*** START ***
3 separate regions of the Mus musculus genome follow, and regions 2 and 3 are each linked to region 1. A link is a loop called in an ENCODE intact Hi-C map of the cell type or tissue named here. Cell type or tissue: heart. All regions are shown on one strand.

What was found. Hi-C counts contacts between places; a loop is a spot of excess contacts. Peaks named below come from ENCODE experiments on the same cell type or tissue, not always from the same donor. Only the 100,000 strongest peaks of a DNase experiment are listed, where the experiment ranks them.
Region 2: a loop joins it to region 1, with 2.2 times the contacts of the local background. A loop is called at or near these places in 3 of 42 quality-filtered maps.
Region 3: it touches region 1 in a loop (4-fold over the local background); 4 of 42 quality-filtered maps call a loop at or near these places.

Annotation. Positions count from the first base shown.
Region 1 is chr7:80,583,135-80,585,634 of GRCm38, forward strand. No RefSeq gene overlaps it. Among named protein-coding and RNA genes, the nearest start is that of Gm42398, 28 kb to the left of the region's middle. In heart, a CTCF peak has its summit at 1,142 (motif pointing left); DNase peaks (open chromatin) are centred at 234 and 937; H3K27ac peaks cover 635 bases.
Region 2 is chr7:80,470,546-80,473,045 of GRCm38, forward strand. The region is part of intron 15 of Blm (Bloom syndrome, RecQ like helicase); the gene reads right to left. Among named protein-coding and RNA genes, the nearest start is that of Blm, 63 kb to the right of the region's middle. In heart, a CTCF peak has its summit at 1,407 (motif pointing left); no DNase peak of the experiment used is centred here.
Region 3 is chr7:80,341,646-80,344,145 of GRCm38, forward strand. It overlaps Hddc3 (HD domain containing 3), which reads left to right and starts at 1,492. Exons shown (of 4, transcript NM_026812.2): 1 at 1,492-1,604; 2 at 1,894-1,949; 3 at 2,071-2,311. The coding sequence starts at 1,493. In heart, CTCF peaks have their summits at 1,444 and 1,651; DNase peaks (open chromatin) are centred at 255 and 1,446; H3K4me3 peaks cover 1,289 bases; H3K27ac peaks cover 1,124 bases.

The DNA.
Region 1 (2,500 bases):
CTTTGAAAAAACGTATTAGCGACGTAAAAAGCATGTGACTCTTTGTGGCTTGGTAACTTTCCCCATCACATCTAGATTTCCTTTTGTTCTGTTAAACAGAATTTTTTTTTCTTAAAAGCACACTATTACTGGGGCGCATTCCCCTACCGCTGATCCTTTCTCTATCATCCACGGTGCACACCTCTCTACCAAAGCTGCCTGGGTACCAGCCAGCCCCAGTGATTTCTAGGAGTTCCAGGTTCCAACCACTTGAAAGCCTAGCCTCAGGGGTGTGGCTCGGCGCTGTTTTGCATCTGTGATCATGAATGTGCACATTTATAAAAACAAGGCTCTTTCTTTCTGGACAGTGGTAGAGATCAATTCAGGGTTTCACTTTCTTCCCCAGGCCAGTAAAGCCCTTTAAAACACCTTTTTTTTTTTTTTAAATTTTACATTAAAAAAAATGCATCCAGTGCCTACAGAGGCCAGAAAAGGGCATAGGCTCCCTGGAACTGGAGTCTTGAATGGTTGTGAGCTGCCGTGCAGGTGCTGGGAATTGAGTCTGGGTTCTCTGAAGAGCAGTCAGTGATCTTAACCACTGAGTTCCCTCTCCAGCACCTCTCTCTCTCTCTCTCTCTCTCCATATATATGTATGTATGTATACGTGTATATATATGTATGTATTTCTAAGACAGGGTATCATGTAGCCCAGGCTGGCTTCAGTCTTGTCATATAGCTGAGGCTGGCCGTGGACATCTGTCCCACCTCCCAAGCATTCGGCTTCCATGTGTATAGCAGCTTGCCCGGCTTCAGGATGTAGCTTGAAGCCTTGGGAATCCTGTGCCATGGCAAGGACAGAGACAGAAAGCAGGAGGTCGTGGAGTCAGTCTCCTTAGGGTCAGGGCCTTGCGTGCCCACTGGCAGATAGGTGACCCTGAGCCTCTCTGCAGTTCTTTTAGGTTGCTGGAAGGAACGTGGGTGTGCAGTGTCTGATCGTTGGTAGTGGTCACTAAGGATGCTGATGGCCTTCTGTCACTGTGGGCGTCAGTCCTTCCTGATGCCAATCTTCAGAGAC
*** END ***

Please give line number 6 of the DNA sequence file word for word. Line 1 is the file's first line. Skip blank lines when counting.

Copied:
Region 1 is chr7:80,583,135-80,585,634 of GRCm38, forward strand. No RefSeq gene overlaps it. Among named protein-coding and RNA genes, the nearest start is that of Gm42398, 28 kb to the left of the region's middle. In heart, a CTCF peak has its summit at 1,142 (motif pointing left); DNase peaks (open chromatin) are centred at 234 and 937; H3K27ac peaks cover 635 bases.